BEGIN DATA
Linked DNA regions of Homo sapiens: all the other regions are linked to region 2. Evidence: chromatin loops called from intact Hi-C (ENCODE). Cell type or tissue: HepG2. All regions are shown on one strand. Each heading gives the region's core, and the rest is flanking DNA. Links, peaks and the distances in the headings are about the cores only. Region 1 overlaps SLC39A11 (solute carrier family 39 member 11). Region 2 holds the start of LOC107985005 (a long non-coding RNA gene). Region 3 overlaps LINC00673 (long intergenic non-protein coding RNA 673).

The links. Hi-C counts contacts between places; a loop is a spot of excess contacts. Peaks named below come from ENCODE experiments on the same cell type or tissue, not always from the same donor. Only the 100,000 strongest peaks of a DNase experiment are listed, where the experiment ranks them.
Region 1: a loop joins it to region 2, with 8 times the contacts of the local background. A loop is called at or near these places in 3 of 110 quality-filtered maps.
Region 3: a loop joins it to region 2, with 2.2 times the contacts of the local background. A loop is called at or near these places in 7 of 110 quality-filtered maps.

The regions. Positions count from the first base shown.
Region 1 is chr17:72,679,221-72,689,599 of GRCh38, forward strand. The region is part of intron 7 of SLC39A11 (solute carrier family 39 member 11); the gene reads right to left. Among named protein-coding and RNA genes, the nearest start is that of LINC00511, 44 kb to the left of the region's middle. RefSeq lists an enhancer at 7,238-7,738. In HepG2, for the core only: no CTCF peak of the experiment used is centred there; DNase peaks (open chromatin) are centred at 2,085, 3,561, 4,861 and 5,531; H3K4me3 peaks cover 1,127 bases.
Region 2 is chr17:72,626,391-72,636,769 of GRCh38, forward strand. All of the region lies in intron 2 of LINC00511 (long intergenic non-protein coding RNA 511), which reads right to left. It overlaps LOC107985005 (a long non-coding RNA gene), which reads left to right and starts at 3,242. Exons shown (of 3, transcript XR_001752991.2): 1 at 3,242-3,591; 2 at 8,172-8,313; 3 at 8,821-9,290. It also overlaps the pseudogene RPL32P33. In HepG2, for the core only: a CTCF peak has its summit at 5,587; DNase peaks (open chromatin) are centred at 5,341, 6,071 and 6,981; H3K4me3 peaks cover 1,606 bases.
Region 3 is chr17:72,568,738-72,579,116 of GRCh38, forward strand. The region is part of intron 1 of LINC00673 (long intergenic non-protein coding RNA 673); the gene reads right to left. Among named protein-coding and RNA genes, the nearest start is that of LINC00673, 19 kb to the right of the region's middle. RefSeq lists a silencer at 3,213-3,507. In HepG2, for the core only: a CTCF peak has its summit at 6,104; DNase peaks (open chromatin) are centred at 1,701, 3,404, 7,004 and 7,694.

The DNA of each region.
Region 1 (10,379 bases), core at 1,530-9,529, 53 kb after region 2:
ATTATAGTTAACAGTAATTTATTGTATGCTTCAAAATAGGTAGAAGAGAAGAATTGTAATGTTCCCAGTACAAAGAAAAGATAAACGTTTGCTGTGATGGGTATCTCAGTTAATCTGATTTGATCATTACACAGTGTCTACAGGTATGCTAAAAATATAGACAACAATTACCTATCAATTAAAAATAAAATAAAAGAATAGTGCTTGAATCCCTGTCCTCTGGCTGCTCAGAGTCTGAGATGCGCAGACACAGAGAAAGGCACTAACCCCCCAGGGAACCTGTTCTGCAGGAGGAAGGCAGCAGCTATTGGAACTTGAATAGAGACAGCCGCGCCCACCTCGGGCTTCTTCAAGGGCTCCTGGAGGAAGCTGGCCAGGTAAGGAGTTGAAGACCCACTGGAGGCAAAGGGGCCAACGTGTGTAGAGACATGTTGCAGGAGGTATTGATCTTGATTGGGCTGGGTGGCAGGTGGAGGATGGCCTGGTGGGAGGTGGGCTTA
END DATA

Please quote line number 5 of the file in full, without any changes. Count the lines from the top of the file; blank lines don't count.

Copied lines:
The regions. Positions count from the first base shown.